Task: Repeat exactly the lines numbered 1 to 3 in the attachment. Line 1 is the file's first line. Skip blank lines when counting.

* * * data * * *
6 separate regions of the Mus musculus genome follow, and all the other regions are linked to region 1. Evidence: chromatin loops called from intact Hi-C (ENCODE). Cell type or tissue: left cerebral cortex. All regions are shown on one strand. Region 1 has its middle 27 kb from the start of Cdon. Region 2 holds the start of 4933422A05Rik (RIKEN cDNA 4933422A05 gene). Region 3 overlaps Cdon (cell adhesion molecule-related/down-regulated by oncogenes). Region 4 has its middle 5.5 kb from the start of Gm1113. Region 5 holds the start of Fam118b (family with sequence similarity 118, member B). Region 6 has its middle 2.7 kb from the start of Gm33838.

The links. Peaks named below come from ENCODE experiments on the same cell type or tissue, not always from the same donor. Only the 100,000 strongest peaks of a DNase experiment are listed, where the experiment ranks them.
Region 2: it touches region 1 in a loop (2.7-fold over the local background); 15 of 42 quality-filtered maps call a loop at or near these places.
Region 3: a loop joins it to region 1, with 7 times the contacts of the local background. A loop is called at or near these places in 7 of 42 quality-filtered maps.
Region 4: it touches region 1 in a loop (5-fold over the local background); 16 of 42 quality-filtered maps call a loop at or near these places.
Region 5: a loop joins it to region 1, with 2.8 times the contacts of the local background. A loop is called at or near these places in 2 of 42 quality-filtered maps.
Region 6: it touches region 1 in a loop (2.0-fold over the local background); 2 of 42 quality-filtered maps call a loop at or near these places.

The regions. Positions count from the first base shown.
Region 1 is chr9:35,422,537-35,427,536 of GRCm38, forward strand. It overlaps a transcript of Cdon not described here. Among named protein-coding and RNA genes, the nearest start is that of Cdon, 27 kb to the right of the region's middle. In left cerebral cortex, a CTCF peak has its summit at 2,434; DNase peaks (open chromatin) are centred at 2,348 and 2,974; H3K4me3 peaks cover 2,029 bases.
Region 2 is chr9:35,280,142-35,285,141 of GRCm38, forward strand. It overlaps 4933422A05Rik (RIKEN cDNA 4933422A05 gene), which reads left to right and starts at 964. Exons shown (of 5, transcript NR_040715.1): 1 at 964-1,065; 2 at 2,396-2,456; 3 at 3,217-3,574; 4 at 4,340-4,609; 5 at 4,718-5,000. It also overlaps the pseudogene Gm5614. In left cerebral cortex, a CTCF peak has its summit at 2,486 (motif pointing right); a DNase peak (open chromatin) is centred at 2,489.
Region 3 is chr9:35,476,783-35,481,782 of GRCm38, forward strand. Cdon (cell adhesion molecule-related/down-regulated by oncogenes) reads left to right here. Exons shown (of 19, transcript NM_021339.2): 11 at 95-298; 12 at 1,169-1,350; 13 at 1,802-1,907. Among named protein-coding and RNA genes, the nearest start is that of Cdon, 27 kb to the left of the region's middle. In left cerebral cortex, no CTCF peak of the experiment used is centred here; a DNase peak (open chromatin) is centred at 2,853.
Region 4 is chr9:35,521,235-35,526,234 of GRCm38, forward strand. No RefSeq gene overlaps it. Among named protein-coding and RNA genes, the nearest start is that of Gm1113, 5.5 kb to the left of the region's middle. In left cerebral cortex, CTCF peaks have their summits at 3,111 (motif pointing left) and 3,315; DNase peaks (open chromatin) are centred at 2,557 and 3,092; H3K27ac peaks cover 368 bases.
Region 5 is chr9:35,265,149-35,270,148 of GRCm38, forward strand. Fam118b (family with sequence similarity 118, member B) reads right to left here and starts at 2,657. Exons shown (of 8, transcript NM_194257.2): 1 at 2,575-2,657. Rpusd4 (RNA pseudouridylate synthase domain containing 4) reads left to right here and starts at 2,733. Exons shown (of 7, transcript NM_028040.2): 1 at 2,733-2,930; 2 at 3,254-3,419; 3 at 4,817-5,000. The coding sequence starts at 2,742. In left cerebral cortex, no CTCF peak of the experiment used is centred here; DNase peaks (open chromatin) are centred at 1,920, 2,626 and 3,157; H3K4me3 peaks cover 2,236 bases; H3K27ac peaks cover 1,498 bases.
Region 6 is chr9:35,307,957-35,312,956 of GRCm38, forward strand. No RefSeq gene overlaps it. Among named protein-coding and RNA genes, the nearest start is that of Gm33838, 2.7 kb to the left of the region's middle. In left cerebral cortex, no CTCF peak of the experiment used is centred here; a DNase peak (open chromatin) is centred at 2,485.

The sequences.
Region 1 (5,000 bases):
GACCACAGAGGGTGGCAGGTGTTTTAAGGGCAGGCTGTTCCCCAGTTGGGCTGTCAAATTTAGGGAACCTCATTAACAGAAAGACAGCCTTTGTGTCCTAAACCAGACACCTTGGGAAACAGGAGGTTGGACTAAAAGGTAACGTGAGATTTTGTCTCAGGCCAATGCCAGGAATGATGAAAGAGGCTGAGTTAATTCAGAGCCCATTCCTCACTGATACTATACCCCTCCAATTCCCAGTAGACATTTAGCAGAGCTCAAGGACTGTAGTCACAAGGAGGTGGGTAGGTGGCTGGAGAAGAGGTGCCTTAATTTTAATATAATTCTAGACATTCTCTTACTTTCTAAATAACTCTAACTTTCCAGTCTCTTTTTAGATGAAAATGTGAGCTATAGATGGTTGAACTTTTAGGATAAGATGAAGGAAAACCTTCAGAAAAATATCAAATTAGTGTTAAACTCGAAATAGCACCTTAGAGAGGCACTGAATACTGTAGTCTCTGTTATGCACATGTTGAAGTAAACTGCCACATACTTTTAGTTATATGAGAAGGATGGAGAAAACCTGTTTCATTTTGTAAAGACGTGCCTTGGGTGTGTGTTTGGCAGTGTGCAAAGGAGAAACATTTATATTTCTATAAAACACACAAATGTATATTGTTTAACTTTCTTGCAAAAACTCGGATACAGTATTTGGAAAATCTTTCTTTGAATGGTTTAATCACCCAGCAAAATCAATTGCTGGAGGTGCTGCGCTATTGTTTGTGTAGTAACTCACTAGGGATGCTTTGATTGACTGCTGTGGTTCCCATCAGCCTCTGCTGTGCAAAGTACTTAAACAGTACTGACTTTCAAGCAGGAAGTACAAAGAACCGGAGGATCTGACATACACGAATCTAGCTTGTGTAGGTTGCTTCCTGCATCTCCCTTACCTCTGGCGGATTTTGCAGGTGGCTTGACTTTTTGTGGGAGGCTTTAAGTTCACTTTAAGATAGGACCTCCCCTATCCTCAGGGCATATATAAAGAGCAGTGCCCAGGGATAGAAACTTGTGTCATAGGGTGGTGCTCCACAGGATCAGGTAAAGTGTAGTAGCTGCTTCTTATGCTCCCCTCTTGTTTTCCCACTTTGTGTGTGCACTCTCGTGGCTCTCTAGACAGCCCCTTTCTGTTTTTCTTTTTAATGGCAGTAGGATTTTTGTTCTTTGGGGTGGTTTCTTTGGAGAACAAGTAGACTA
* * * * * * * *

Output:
6 separate regions of the Mus musculus genome follow, and all the other regions are linked to region 1. Evidence: chromatin loops called from intact Hi-C (ENCODE). Cell type or tissue: left cerebral cortex. All regions are shown on one strand. Region 1 has its middle 27 kb from the start of Cdon. Region 2 holds the start of 4933422A05Rik (RIKEN cDNA 4933422A05 gene). Region 3 overlaps Cdon (cell adhesion molecule-related/down-regulated by oncogenes). Region 4 has its middle 5.5 kb from the start of Gm1113. Region 5 holds the start of Fam118b (family with sequence similarity 118, member B). Region 6 has its middle 2.7 kb from the start of Gm33838.

The links. Peaks named below come from ENCODE experiments on the same cell type or tissue, not always from the same donor. Only the 100,000 strongest peaks of a DNase experiment are listed, where the experiment ranks them.
Region 2: it touches region 1 in a loop (2.7-fold over the local background); 15 of 42 quality-filtered maps call a loop at or near these places.